CARYATID STATUE MOVED FROM ANCIENT ACROPOLIS TO NEW MUSEUM

ATHENS, Greece (AP) - Engineers moved an ancient Caryatid statue from the old Acropolis museum on Saturday and transported it to a new museum at the foot of the hill.
The three-hour operation, using three cranes, was the most sensitive transfer so far in a massive move of Acropolis antiquities to the new museum due to open to the public next year.
«The work is going well and is on time,» Culture Minister Michalis Liapis said. «The transfer of the other Caryatid statues will take place over the new few days.
Six Caryatids _ stone columns sculpted in the shape of women _ supported the Erechtheion Temple on the Acropolis and five of them were replaced in 1979 with replica casts to prevent further erosion from atmospheric pollution. The sixth is in the British Museum in London and is part of the Elgin Marbles collection, which Greece has long demanded.
Four of the five originals that remain in Greece were moved in 1979 into the old Acropolis museum, which is closed to the public, and the fifth is being restored.
Greece hopes the new Acropolis Museum will boost its campaign for the return of the Elgin Marbles collection, removed some 200 years ago by British diplomat Lord Elgin when the country was still part of the Ottoman Empire.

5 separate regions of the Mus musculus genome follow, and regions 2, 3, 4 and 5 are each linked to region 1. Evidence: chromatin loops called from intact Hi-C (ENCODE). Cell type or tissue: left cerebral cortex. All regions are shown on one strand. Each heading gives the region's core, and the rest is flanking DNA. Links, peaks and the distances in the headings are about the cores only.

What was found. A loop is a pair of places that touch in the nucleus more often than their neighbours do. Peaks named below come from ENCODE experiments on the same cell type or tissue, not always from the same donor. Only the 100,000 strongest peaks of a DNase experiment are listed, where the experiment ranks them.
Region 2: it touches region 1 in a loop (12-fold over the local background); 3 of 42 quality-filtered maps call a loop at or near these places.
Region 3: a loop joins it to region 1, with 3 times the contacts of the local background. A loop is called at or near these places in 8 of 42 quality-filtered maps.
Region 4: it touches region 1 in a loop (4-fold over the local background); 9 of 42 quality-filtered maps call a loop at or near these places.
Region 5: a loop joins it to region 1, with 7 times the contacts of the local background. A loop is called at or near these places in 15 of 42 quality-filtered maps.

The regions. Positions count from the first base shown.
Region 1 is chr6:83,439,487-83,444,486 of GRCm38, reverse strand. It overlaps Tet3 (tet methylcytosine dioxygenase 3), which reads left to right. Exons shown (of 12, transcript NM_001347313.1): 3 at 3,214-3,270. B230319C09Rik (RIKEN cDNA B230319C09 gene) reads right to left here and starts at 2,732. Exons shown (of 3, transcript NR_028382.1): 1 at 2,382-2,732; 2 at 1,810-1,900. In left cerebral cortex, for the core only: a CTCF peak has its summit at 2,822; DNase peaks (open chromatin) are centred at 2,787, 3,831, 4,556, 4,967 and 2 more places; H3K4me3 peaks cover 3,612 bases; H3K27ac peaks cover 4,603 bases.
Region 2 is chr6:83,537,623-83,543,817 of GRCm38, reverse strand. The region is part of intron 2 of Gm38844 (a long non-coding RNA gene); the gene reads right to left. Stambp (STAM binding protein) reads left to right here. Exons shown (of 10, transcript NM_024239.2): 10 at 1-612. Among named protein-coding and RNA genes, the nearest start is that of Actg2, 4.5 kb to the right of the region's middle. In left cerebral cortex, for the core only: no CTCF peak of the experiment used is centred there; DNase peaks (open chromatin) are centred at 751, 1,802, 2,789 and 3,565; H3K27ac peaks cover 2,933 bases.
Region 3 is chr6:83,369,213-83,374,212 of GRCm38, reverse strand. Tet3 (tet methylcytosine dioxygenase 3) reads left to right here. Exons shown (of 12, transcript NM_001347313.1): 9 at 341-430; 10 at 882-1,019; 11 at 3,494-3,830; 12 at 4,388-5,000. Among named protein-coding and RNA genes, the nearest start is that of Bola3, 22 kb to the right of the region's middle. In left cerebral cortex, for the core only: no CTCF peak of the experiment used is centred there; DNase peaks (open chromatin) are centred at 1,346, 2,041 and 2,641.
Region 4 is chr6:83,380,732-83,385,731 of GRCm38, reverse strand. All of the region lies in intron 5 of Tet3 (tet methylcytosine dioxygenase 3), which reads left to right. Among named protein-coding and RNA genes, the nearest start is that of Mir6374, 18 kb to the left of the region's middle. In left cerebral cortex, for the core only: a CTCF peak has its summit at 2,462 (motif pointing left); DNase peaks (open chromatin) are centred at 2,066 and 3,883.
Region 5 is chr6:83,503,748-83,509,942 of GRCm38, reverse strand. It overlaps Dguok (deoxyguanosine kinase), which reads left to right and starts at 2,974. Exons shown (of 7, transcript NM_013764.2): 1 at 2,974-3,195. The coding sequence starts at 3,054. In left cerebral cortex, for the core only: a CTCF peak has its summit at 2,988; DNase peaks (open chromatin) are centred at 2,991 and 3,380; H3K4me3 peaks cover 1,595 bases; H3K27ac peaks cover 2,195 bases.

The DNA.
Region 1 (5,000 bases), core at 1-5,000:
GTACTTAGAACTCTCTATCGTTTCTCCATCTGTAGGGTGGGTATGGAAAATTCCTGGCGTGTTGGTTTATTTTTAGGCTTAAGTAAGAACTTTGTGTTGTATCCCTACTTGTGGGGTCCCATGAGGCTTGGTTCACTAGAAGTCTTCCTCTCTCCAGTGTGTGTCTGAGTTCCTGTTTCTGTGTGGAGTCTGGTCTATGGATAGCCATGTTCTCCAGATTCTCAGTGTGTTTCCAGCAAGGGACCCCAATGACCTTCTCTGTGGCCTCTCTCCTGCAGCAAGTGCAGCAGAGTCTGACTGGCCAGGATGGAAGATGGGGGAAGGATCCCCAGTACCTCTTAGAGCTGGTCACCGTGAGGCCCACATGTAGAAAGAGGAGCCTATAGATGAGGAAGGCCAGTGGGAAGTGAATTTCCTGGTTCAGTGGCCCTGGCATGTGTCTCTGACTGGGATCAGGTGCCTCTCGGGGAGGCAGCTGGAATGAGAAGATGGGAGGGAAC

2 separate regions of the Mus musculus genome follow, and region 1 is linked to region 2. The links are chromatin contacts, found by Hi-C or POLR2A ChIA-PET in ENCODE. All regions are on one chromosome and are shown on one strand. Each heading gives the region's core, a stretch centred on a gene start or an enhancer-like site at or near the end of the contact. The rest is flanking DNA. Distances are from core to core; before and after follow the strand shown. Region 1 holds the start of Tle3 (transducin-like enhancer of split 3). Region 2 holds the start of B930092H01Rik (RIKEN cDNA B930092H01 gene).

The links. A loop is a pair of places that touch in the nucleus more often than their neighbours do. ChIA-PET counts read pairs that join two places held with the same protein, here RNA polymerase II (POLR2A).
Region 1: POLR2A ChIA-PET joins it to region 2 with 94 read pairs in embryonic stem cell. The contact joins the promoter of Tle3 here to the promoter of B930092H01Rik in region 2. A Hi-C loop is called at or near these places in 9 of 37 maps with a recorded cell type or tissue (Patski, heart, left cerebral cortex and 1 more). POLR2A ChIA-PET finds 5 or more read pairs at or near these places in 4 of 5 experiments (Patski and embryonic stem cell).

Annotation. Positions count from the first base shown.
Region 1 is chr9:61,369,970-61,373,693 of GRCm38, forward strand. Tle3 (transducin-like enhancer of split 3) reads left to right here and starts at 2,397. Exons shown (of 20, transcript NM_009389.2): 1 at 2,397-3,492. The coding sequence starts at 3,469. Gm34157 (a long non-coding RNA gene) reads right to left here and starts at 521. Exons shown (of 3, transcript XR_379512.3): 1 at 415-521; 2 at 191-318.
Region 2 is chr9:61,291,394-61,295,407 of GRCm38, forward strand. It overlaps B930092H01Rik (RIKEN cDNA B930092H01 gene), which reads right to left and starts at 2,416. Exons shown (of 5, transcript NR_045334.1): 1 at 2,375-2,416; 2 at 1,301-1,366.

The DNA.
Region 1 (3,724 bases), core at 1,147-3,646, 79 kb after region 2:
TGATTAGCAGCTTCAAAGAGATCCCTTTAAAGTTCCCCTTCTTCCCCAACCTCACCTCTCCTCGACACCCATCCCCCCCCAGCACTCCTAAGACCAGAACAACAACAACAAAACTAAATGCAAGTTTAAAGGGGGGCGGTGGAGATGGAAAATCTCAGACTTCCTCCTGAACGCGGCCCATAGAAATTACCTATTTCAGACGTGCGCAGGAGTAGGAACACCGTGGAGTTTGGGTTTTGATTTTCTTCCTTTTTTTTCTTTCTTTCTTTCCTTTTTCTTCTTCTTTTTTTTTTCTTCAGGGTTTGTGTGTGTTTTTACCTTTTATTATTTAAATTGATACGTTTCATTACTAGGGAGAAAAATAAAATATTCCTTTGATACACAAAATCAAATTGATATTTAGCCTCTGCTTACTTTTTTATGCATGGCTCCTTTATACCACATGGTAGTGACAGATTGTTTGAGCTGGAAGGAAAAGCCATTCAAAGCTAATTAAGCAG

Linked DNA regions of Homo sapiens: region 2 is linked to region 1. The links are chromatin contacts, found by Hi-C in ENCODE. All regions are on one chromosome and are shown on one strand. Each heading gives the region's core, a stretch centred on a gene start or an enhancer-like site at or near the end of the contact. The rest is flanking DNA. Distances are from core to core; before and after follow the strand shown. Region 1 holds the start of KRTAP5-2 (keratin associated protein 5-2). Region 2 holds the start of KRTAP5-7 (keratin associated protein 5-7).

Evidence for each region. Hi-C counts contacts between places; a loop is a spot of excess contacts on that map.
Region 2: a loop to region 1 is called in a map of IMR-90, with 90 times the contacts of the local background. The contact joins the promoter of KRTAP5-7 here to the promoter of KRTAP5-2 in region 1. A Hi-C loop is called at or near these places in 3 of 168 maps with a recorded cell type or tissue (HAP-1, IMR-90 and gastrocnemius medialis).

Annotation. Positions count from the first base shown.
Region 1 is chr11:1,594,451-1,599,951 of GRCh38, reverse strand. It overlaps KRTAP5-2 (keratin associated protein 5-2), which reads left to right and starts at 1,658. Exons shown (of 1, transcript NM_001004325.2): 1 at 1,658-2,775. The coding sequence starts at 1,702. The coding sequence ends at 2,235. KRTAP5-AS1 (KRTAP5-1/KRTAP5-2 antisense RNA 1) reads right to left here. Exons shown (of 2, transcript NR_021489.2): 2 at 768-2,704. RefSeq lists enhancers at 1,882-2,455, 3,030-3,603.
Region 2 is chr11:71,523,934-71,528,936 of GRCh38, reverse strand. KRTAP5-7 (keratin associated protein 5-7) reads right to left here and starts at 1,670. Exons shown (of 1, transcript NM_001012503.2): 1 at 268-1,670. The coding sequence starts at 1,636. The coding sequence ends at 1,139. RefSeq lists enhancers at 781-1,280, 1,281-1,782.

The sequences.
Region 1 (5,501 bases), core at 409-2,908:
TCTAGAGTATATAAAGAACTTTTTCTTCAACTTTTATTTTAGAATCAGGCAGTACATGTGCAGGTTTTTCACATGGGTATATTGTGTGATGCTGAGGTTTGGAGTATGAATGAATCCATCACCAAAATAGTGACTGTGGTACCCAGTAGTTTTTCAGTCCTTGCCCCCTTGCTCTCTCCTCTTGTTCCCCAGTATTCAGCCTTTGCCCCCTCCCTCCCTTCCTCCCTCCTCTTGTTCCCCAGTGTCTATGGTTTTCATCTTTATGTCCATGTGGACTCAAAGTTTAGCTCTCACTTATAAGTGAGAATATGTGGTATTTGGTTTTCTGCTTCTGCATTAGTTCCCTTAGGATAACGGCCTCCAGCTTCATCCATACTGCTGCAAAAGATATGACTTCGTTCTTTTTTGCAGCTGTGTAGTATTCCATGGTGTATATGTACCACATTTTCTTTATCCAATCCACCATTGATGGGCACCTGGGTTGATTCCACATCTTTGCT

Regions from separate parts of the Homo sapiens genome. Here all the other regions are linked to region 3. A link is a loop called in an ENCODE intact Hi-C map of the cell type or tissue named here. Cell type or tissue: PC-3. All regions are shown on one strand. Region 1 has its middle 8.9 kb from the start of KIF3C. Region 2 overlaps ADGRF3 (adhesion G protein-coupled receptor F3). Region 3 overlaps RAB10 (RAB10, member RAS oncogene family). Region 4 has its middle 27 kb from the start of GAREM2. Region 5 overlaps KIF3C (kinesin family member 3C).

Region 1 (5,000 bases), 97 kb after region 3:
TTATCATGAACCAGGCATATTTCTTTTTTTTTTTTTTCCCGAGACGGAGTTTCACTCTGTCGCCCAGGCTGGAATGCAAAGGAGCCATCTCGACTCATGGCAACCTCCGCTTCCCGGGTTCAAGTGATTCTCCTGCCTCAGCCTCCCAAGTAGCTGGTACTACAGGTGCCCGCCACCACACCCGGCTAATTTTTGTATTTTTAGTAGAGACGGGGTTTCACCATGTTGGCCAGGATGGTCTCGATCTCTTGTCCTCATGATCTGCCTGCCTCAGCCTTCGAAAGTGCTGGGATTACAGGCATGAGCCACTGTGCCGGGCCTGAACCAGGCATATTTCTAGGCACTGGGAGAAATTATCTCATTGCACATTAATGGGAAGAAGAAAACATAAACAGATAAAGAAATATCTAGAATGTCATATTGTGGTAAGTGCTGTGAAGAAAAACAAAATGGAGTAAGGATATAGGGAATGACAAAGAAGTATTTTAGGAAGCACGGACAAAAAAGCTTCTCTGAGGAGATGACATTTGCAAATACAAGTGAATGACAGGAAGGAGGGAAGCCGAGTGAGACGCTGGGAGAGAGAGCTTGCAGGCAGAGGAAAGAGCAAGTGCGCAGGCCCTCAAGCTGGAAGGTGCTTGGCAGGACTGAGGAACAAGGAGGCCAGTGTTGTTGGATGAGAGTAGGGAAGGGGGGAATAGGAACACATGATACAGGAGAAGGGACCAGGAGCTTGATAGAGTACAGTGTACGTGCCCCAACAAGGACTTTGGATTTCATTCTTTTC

«All the statues we move are fragile and require the utmost attention,» supervising engineer Costas Zambas said. «The Caryatids had the additional strain of being exposed to the atmosphere for so many years and were not buried in the ground. So you could say they received some additional care.
Zambas said the Caryatid undergoing restoration remains «in pieces.» It will also eventually be transferred to the new museum.
Before Saturday's move, the air content in the sealed display holding the Caryatids had been altered for the statues to adapt to the conditions at the new museum.
A total of 4,500 antiquities, mostly marble sculptures dating to the sixth and fifth centuries B.C., will be shifted into the new Acropolis Museum 400 meters (yards) away. The most valued artifacts were transferred from a tiny museum on the Acropolis, which was closed in June.
The antiquities are insured for ¤400 million (US$586 million) and have been wrapped in padded harnesses and packed into styrofoam-filled boxes made of plywood and metal.
On Saturday, technicians took about an hour to unpack a metal contained used to carry the Caryatid, removing bolts and pulling out styrofoam-and-plywood packing before the statue finally emerged.